However, take the Bible as a whole, and it is absolutely clear: all Christians have a God-given responsibility and duty to fight for the oppressed, the weak and the impoverished.
And that responsibility is not discharged by handing out baskets of food and clothes. Nor does it mean being on one’s knees and wringing one’s hands in prayer or all-night vigils. Nor does it mean preaching a few sermons from pulpits, or letters sent to the Vatican. As James says (chapter 2):
“……faith by itself, if it is not accompanied by action, is dead”……”You foolish man, do you want evidence that faith without deeds is useless?”
Moses didn’t mooch around all day praying to God and expecting Him to do something about saving the Jews from the Egyptians. He got off his backside and motivated them into a mass movement overcoming all obstacles until they reached the Promised Land. It was only when he was prepared to take action that God intervened to help him. As the saying goes: “God helps those who help themselves.”
The difference between the Jews then and sub-Saharan Christians now is that the Jews were a weak minority. But Christians as a whole are by far the most powerful organisation in sub-Sahara. In Zimbabwe alone, they make up 91% of the population. They are easily big enough to create a mass movement to overcome any of Africa’s oppressive governments (which is most of them), including Mugabe and ZANU PF.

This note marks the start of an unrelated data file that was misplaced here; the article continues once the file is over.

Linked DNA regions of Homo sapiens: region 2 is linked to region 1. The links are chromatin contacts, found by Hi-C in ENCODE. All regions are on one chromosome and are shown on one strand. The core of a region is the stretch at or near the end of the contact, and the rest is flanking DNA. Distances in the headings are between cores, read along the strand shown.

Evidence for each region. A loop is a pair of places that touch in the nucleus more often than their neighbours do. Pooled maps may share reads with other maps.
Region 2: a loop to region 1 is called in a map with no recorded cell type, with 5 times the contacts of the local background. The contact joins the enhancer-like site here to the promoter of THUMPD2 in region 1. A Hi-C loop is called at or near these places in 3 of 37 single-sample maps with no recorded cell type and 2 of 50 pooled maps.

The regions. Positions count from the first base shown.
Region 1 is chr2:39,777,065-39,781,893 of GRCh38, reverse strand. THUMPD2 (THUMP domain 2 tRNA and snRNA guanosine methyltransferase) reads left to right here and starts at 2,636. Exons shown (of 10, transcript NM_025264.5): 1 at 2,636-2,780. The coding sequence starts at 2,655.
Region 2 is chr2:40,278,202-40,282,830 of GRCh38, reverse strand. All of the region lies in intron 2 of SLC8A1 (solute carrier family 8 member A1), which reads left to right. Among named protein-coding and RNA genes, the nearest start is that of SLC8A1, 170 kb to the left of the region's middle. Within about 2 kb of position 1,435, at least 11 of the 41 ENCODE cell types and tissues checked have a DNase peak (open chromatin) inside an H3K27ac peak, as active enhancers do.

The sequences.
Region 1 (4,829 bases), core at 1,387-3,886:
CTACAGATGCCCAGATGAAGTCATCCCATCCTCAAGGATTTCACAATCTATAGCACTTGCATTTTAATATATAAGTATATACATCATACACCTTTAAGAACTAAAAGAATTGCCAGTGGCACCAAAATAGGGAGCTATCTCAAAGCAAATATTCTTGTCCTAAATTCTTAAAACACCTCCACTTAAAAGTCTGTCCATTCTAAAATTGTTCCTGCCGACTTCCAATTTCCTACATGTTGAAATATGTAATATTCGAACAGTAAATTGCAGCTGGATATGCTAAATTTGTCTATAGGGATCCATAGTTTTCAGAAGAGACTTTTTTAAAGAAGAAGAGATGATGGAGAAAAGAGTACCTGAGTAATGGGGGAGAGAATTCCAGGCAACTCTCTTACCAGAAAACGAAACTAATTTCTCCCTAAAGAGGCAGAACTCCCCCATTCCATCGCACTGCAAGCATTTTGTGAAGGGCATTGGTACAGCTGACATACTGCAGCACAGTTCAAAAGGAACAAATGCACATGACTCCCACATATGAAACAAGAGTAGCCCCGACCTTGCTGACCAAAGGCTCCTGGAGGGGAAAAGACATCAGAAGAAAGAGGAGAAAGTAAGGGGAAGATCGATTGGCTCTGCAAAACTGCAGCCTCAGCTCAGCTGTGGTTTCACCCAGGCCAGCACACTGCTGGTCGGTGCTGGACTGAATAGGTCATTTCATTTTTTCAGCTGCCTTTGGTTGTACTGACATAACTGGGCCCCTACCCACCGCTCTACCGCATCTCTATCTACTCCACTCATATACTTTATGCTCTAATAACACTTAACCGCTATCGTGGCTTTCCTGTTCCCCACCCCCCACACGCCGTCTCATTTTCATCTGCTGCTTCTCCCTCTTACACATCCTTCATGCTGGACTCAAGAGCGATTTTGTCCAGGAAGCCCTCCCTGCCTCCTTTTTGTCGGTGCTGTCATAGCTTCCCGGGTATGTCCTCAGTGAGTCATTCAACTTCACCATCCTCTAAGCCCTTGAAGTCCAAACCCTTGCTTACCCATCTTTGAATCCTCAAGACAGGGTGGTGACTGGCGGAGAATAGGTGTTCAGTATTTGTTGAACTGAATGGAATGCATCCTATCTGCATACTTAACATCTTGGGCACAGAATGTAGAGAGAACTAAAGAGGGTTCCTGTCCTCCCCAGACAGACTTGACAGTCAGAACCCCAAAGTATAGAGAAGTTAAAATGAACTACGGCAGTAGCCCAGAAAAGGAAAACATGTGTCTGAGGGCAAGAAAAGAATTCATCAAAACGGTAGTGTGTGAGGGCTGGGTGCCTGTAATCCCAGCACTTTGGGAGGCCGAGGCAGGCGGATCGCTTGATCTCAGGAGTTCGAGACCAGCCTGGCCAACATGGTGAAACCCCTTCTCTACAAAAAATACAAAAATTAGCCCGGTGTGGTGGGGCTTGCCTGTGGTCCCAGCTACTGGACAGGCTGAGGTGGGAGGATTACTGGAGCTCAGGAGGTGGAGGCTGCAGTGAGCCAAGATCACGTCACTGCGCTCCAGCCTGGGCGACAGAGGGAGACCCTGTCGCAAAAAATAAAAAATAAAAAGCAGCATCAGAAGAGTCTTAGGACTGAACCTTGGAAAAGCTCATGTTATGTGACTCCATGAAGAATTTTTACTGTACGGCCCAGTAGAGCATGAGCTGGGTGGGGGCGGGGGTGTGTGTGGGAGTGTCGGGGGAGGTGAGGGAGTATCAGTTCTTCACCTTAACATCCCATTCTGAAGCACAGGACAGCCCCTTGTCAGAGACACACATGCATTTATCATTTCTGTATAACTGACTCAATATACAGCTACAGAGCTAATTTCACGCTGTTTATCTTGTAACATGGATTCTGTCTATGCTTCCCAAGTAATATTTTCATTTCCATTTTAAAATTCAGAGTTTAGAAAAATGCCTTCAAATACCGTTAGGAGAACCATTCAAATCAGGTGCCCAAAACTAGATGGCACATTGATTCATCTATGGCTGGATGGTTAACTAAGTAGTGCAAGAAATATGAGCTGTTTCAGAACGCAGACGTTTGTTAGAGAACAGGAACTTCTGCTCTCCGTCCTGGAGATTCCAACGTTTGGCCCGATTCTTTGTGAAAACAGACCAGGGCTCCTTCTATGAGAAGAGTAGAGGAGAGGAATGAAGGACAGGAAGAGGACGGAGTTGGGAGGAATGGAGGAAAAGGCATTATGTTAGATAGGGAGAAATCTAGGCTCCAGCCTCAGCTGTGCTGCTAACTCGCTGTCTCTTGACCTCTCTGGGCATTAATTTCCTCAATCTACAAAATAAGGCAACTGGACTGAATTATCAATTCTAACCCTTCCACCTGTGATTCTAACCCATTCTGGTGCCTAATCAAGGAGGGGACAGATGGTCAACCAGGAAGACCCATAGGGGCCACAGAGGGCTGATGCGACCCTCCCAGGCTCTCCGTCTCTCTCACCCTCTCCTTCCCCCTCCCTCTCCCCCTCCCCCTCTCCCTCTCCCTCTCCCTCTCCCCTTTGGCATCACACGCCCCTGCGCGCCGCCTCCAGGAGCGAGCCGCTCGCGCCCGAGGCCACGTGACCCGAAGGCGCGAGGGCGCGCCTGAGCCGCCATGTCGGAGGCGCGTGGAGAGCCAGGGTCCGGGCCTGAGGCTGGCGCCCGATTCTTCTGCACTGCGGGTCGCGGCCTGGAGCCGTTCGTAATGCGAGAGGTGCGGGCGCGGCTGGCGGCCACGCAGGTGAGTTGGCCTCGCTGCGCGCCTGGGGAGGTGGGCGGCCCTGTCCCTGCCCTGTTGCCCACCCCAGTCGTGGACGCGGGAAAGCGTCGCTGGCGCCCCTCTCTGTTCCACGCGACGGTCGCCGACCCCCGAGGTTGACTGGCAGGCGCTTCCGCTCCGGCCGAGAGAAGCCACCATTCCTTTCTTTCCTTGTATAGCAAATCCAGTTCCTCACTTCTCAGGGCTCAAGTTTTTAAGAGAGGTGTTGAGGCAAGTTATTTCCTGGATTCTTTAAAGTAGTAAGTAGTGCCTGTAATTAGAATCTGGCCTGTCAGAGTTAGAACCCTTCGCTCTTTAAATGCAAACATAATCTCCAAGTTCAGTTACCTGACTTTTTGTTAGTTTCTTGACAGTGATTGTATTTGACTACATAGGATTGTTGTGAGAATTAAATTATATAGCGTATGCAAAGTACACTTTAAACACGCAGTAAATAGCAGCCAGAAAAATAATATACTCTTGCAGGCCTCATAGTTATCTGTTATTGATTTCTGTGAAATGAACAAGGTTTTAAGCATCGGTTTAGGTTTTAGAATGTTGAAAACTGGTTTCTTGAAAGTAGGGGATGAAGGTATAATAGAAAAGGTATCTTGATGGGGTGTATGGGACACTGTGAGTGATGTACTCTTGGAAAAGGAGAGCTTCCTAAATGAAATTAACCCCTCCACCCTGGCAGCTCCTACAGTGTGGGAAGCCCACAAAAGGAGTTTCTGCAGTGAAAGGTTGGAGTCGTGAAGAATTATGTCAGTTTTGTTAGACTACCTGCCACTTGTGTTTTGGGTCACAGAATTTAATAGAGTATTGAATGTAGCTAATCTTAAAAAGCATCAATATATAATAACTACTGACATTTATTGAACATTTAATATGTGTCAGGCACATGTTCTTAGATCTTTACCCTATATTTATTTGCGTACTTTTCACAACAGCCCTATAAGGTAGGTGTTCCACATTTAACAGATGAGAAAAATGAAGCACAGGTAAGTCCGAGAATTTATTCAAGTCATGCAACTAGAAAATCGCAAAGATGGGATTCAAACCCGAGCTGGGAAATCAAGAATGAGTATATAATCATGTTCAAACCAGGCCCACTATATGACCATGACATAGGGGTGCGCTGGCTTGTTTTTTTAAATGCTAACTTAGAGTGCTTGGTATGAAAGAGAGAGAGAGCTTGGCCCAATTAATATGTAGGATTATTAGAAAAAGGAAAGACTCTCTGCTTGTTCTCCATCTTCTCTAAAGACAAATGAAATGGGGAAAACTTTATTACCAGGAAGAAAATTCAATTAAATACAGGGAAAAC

Let’s face it, the lifestyles of the vast majority of Africans have scarcely improved since the end of colonialism. Many commentators think they are actually worse off now. This despite Africans being recognised as the most religious people on Earth. St Peter must have become deafened and the Heavenly Gates taken a huge battering from the outpouring of prayer from Africa over the last half century since most nations became independent (37 years in the case of Zimbabwe).
Yet all that prayer hasn’t done much good, has it? I wonder why? Is it perhaps because God is waiting for a few “Moses’s” to stand up and be counted, not as lone individuals (there have been plenty of those), but dedicated to creating the mass movement of citizens needed to take them into the Promised Land of freedom from oppression, and from poverty to affluence? I am not advocating armed insurrection, but peaceful mass protest. Research has shown anyway that this has been more effective in revolutions that actually do lead to freedom, and to citizens being taken from poverty into affluence. Armed uprising more often than not leads to yet another oppressive government.
When they are prepared to do that, perhaps they will feel the Hand of God helping them, because this proved to be the most effective way to defeat dictatorship in what are now the developed nations, to take people from oppression to freedom, and from poverty to affluence. One could therefore say this is the way God wants us to act. But it has not yet been applied in Africa.
The Christian Church should find that simple to do. After all, it has a tied congregation just waiting for leadership.
The Devil wants Christians to do nothing. If you do not fight against the Devil, then you are fighting for him.Post published in: Faith